Across large areas of Australia, temperatures hit life-threatening levels. Penrith, a suburb of Sydney, reached 47.3 degrees Celsius on Sunday, or just over 117 degrees Fahrenheit. It was the hottest day on record in Penrith, according to the Bureau of Meteorology, New South Wales, and the hottest anywhere in the Sydney area since 1939, when a temperature of 47.8 degrees — 118 degrees Fahrenheit — set a record that still stands.
At 40.1 degrees Celsius or 104 degrees Fahrenheit, Melbourne, 550 miles southwest, was comfortable only by comparison.
Beaches in Sydney were so crowded, there was barely room to maneuver. Bushfires raged out of control near Melbourne, and on the Hume Highway, which links Sydney and Melbourne, a stretch of asphalt oozed apart in the heat, causing a major traffic jam.
The scorching heat was short-lived. By Monday, the temperature in Sydney had dropped to 84 degrees Fahrenheit, and Melbourne was in the high 60s.
Summer temperatures in the coastal cities of eastern Australia are generally much lower than those in the country’s central deserts. In January, the average highs in Sydney and Melbourne are around 79 degrees, according to the Bureau of Meteorology.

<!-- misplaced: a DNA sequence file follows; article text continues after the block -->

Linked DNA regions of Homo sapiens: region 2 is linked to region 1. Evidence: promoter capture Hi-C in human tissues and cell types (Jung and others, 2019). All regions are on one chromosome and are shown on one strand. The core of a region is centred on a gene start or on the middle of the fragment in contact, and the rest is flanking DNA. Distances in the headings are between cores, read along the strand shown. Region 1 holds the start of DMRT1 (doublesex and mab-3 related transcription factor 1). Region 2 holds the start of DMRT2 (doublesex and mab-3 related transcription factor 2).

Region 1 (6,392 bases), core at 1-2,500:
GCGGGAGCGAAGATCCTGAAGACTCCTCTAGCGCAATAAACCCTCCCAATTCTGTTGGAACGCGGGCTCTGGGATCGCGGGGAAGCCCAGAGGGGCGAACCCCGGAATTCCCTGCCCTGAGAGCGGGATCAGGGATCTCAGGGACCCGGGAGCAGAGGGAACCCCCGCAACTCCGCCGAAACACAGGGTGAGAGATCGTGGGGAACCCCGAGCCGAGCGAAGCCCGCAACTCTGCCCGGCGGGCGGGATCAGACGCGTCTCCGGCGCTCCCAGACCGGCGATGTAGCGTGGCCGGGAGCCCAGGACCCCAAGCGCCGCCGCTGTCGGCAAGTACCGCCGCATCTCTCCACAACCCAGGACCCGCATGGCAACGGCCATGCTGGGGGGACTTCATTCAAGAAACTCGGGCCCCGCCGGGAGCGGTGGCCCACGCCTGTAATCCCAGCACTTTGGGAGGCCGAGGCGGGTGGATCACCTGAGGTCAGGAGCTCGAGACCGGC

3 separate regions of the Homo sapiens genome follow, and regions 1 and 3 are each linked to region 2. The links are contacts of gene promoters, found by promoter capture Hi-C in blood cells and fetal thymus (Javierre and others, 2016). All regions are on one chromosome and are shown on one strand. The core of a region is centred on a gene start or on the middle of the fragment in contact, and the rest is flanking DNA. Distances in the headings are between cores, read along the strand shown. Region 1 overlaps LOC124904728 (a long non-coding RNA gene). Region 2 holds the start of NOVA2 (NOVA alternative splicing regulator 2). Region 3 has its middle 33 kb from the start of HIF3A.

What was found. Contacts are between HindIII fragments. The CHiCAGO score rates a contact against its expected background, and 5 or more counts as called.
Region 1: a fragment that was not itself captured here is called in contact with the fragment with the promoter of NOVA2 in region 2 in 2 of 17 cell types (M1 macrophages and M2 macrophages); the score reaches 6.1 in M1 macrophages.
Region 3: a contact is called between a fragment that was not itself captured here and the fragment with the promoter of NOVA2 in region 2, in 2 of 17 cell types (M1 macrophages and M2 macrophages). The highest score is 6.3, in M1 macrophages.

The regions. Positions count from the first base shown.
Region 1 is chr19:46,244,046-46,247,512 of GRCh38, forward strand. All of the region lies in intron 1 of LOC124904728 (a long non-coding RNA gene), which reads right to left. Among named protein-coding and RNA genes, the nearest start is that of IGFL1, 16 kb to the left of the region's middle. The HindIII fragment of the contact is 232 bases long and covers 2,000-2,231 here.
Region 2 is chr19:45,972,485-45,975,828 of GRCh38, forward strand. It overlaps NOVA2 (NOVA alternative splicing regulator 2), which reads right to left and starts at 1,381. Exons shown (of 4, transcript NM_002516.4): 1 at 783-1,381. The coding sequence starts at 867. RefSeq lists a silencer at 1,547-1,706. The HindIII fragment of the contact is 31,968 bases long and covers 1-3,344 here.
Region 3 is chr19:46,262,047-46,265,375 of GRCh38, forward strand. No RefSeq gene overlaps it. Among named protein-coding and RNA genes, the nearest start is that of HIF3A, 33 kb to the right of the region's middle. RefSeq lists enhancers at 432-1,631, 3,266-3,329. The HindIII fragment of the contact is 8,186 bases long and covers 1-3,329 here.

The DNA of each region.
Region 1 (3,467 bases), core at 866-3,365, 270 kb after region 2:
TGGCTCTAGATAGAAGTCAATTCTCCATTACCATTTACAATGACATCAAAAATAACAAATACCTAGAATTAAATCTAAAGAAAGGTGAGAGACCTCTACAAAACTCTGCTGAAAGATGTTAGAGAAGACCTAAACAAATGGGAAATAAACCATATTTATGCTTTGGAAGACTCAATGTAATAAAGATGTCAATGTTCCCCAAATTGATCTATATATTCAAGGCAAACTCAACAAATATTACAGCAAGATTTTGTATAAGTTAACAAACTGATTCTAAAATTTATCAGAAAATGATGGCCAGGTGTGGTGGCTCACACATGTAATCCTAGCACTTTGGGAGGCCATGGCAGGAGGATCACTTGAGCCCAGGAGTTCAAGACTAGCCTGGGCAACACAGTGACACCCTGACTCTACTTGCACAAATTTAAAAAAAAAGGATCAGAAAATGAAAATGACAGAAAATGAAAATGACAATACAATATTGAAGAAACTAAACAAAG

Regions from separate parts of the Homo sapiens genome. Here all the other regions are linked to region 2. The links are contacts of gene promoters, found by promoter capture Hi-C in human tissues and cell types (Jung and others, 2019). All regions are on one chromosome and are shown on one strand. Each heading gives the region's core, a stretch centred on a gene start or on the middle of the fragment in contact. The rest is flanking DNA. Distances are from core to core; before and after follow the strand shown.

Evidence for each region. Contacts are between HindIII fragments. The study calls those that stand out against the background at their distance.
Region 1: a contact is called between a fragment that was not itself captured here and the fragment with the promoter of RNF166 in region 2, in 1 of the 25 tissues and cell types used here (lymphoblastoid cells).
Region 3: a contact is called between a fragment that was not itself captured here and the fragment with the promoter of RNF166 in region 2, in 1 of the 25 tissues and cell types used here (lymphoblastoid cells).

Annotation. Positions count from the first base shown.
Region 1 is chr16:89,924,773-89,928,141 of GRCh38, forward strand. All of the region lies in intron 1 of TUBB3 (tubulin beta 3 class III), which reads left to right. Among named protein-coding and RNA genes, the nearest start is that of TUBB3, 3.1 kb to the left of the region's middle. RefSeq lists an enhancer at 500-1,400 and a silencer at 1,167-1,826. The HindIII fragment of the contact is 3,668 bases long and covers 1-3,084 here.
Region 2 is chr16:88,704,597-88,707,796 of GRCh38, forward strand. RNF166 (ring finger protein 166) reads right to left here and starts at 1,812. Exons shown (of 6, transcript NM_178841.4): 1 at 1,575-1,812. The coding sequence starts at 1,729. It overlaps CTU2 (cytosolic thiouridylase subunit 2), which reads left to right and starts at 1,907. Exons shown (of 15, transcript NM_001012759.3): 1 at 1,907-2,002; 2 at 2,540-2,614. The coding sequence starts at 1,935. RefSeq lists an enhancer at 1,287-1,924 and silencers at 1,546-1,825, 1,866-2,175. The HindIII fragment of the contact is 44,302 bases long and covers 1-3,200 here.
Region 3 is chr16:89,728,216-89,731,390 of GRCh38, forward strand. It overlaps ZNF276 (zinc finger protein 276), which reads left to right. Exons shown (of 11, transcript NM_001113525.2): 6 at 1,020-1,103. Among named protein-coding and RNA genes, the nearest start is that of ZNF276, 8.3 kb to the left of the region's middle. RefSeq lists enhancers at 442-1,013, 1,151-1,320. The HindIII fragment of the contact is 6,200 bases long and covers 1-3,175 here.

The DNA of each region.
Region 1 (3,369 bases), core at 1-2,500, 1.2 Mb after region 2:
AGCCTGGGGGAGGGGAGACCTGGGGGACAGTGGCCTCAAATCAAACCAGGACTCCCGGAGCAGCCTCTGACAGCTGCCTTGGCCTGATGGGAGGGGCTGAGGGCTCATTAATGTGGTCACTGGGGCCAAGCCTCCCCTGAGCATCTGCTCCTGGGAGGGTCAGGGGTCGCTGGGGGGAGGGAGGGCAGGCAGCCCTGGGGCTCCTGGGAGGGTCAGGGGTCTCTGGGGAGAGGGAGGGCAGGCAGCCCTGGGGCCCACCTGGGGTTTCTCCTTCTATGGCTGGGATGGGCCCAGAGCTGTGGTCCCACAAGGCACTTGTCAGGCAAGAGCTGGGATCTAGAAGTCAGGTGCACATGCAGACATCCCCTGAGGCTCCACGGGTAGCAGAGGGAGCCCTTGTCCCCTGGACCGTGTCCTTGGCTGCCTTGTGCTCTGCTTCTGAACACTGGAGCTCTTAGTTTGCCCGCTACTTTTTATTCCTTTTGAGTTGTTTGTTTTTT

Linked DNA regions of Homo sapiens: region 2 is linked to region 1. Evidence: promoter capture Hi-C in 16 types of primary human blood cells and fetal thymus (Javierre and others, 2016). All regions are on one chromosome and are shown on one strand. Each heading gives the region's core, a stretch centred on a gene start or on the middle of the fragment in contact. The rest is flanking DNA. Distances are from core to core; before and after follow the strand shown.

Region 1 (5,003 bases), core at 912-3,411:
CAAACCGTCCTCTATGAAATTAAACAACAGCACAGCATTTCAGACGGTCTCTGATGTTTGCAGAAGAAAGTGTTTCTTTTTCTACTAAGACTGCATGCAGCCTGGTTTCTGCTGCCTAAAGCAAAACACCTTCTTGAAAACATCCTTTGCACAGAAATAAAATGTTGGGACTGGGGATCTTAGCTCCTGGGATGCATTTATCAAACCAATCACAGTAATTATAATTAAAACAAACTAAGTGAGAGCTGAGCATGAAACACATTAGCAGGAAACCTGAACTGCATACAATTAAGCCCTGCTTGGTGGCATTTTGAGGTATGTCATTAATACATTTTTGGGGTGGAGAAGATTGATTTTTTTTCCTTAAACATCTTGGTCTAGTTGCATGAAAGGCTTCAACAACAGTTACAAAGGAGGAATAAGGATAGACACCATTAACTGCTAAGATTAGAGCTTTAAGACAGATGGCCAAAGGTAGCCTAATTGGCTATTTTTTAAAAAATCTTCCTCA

Some triple-digit days are far from unheard-of, but climate change has ushered in more intense heat waves. A 2016 “State of the Climate” report by the bureau found that average surface air and sea temperatures had risen by around 1 degree Celsius (about 1.8 degrees Fahrenheit) since 1910, and that “the duration, frequency and intensity of extreme heat events” had increased.
A 2015 study found that from 2000 to 2014, Australia set 12 heat records for every one cold record. By contrast, from 1910 to 1960 — the first 50 years of reliable temperature records in the country — extreme heat and extreme cold were about equally common.
And a study published last year warned that by 2040, heat waves in cities like Sydney and Melbourne could bring temperatures of 50 degrees Celsius: a dangerous and, yes, asphalt-melting 122 degrees Fahrenheit.